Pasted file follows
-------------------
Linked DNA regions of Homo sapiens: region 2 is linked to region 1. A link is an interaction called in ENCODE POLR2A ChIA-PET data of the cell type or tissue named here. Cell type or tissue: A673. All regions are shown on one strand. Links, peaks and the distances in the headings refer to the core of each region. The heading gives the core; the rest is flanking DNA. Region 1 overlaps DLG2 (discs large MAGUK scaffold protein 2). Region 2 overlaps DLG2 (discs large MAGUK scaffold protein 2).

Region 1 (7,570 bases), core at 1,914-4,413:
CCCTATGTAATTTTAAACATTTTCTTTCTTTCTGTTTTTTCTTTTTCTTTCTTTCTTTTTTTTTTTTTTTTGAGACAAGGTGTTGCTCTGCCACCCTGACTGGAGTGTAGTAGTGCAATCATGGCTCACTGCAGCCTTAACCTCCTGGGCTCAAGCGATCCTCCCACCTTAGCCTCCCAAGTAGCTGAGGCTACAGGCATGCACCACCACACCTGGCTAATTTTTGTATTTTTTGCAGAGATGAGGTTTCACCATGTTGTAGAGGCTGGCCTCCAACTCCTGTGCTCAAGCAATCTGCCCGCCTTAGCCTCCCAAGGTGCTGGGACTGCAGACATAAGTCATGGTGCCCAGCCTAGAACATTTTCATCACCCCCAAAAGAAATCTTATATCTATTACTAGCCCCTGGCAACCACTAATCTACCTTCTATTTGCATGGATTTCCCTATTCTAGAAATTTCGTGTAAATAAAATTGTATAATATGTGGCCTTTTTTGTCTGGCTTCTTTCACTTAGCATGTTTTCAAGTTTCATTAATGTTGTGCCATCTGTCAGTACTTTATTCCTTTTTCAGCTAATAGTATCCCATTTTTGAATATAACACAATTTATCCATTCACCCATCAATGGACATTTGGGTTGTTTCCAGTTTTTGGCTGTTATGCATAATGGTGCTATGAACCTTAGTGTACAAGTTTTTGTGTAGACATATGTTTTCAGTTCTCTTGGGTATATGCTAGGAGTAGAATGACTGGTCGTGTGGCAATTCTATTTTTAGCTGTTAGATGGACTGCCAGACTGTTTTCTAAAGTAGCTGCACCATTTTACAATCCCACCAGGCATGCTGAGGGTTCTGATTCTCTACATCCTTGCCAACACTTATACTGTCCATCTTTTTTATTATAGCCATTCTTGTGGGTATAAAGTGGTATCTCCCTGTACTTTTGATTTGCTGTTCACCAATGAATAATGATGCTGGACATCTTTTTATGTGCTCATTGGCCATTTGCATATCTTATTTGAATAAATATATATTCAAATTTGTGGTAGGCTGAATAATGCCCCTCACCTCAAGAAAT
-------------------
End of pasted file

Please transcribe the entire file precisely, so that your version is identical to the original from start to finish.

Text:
Linked DNA regions of Homo sapiens: region 2 is linked to region 1. A link is an interaction called in ENCODE POLR2A ChIA-PET data of the cell type or tissue named here. Cell type or tissue: A673. All regions are shown on one strand. Links, peaks and the distances in the headings refer to the core of each region. The heading gives the core; the rest is flanking DNA. Region 1 overlaps DLG2 (discs large MAGUK scaffold protein 2). Region 2 overlaps DLG2 (discs large MAGUK scaffold protein 2).

Region 1 (7,570 bases), core at 1,914-4,413:
CCCTATGTAATTTTAAACATTTTCTTTCTTTCTGTTTTTTCTTTTTCTTTCTTTCTTTTTTTTTTTTTTTTGAGACAAGGTGTTGCTCTGCCACCCTGACTGGAGTGTAGTAGTGCAATCATGGCTCACTGCAGCCTTAACCTCCTGGGCTCAAGCGATCCTCCCACCTTAGCCTCCCAAGTAGCTGAGGCTACAGGCATGCACCACCACACCTGGCTAATTTTTGTATTTTTTGCAGAGATGAGGTTTCACCATGTTGTAGAGGCTGGCCTCCAACTCCTGTGCTCAAGCAATCTGCCCGCCTTAGCCTCCCAAGGTGCTGGGACTGCAGACATAAGTCATGGTGCCCAGCCTAGAACATTTTCATCACCCCCAAAAGAAATCTTATATCTATTACTAGCCCCTGGCAACCACTAATCTACCTTCTATTTGCATGGATTTCCCTATTCTAGAAATTTCGTGTAAATAAAATTGTATAATATGTGGCCTTTTTTGTCTGGCTTCTTTCACTTAGCATGTTTTCAAGTTTCATTAATGTTGTGCCATCTGTCAGTACTTTATTCCTTTTTCAGCTAATAGTATCCCATTTTTGAATATAACACAATTTATCCATTCACCCATCAATGGACATTTGGGTTGTTTCCAGTTTTTGGCTGTTATGCATAATGGTGCTATGAACCTTAGTGTACAAGTTTTTGTGTAGACATATGTTTTCAGTTCTCTTGGGTATATGCTAGGAGTAGAATGACTGGTCGTGTGGCAATTCTATTTTTAGCTGTTAGATGGACTGCCAGACTGTTTTCTAAAGTAGCTGCACCATTTTACAATCCCACCAGGCATGCTGAGGGTTCTGATTCTCTACATCCTTGCCAACACTTATACTGTCCATCTTTTTTATTATAGCCATTCTTGTGGGTATAAAGTGGTATCTCCCTGTACTTTTGATTTGCTGTTCACCAATGAATAATGATGCTGGACATCTTTTTATGTGCTCATTGGCCATTTGCATATCTTATTTGAATAAATATATATTCAAATTTGTGGTAGGCTGAATAATGCCCCTCACCTCAAGAAAT